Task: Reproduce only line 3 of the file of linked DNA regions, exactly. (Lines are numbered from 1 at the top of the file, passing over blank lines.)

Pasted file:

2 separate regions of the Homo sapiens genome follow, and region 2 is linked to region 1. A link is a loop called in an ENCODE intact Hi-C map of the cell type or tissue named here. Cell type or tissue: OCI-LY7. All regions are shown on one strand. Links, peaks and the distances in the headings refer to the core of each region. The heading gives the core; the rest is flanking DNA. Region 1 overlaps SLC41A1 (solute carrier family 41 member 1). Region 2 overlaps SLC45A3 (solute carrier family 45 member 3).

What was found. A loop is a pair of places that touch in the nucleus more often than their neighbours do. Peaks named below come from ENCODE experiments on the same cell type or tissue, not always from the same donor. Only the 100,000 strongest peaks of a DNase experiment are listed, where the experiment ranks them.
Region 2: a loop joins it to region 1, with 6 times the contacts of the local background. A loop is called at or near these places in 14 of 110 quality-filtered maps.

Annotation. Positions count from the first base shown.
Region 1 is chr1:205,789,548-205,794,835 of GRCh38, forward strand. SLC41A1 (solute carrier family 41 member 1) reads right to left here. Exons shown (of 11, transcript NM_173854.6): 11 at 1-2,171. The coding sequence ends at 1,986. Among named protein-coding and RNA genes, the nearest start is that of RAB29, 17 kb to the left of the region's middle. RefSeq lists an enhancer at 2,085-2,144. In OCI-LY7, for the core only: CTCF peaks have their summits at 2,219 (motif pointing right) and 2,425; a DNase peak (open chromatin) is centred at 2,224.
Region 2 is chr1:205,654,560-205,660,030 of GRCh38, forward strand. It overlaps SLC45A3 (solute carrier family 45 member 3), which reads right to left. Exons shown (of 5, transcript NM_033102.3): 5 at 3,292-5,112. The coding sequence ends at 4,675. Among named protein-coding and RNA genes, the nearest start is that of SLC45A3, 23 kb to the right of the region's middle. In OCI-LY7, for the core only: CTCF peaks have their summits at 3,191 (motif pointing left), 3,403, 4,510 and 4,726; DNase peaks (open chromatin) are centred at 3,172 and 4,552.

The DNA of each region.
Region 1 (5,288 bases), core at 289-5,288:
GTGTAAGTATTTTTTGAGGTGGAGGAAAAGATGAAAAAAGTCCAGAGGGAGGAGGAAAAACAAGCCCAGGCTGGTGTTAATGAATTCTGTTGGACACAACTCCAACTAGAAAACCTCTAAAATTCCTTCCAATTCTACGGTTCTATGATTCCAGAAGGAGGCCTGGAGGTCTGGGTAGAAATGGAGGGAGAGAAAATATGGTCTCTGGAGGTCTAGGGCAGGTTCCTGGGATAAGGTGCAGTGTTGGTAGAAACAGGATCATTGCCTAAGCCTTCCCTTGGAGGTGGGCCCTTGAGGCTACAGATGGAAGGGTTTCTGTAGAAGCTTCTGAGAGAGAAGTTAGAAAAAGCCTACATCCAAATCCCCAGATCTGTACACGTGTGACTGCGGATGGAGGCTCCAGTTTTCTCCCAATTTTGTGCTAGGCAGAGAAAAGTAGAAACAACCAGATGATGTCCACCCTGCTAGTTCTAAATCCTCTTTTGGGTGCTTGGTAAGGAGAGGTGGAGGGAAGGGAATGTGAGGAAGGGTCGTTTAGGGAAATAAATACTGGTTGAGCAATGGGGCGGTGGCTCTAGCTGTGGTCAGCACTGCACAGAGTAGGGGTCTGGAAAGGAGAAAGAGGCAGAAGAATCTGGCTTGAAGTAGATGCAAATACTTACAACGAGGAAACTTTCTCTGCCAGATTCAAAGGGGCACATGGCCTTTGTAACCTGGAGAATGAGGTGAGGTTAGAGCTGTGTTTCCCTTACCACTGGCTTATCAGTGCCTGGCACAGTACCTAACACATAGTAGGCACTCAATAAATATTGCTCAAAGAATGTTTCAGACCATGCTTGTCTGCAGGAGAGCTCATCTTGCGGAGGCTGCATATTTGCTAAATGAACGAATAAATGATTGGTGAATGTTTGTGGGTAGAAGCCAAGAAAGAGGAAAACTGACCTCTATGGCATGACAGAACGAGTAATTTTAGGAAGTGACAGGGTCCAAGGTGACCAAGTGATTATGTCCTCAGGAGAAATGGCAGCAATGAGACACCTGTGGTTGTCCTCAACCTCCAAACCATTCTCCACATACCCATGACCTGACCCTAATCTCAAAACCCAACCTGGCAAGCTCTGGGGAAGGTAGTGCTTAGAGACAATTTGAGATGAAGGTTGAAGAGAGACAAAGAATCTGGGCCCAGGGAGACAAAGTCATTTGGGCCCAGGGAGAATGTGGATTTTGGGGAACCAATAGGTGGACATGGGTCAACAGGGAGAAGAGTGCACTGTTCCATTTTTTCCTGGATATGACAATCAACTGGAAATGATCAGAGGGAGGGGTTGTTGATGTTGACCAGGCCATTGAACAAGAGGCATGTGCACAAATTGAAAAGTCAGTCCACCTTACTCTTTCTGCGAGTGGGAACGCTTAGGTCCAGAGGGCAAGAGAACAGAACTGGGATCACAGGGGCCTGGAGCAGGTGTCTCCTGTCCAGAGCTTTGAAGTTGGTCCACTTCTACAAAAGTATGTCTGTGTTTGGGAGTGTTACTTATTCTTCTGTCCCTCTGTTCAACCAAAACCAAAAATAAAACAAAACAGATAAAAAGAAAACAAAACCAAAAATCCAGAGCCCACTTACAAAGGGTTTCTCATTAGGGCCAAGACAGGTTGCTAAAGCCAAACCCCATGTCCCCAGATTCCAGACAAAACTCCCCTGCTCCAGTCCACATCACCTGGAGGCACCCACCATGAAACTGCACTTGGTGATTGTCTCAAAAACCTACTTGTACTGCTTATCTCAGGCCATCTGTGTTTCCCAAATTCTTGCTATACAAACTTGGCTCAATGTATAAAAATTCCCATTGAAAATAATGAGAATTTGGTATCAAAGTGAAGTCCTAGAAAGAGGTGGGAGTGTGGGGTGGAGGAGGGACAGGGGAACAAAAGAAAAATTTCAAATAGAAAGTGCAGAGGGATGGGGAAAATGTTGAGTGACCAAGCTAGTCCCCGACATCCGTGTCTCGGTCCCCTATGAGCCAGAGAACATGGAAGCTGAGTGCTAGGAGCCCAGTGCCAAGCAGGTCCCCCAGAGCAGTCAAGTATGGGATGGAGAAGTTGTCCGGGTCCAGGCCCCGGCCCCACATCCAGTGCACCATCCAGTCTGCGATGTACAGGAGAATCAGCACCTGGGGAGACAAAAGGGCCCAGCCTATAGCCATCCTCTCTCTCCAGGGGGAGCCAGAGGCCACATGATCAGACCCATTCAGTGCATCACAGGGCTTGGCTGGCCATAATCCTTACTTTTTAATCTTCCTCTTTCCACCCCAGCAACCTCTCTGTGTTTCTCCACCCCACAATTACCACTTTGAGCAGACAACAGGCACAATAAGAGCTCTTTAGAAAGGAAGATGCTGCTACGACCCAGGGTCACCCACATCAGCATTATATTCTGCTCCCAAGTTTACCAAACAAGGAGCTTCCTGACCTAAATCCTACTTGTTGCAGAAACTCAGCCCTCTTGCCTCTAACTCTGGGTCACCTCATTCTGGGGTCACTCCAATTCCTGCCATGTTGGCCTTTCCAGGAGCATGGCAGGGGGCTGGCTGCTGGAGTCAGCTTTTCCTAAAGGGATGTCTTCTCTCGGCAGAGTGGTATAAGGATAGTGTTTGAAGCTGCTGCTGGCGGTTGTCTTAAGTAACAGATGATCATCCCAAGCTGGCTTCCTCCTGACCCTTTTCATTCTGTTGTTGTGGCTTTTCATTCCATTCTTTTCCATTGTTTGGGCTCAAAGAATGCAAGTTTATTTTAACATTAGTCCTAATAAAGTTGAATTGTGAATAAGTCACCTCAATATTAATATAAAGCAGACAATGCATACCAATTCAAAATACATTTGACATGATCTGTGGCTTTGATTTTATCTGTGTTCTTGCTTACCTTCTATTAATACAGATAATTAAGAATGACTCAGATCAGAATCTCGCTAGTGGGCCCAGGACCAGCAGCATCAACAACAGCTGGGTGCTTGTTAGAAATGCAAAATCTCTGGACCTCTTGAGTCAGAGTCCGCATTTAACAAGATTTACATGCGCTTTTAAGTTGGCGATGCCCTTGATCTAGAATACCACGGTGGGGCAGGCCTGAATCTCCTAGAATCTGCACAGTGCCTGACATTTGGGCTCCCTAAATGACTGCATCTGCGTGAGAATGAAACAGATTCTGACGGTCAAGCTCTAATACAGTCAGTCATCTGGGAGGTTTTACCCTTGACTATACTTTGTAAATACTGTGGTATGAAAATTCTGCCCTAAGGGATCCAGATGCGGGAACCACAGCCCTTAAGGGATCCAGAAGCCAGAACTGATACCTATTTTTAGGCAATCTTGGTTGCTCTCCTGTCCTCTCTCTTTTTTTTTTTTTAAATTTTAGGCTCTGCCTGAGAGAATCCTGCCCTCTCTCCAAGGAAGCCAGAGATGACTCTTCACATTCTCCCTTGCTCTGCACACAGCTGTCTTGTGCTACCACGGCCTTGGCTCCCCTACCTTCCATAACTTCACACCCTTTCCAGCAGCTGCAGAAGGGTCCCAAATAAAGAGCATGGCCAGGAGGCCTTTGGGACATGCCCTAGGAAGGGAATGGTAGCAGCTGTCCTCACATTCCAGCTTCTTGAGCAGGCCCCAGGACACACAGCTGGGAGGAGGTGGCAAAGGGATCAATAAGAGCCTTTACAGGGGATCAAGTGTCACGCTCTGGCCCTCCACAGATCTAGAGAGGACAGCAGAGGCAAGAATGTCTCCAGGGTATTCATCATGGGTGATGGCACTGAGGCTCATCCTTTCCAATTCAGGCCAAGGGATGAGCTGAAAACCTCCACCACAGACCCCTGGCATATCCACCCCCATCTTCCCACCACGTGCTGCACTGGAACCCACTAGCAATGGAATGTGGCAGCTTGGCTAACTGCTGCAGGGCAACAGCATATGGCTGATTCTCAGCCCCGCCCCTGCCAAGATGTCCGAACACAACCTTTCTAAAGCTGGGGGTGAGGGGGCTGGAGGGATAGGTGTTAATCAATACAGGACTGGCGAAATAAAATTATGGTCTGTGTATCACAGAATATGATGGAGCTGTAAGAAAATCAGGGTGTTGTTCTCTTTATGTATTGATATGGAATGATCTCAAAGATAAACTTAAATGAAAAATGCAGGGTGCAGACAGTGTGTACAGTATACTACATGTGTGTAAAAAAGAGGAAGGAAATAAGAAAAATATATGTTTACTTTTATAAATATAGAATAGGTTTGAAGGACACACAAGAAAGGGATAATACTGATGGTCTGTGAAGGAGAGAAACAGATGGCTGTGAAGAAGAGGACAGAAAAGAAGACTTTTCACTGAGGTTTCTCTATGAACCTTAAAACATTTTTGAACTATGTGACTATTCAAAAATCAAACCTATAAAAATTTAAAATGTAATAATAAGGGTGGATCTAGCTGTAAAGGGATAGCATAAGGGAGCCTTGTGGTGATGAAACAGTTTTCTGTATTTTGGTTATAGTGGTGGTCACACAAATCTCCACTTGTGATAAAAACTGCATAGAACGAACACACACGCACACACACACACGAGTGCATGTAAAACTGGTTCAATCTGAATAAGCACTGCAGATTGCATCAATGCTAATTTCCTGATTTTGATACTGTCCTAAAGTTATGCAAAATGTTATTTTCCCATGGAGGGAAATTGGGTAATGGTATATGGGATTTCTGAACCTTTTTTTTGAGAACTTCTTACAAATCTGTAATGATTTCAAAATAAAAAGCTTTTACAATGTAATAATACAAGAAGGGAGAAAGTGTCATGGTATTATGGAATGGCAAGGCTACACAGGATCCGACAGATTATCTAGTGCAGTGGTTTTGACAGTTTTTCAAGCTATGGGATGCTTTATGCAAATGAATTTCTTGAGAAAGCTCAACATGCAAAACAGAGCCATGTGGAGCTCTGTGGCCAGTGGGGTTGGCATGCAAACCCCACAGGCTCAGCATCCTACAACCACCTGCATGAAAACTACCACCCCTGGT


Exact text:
Region 2: a loop joins it to region 1, with 6 times the contacts of the local background. A loop is called at or near these places in 14 of 110 quality-filtered maps.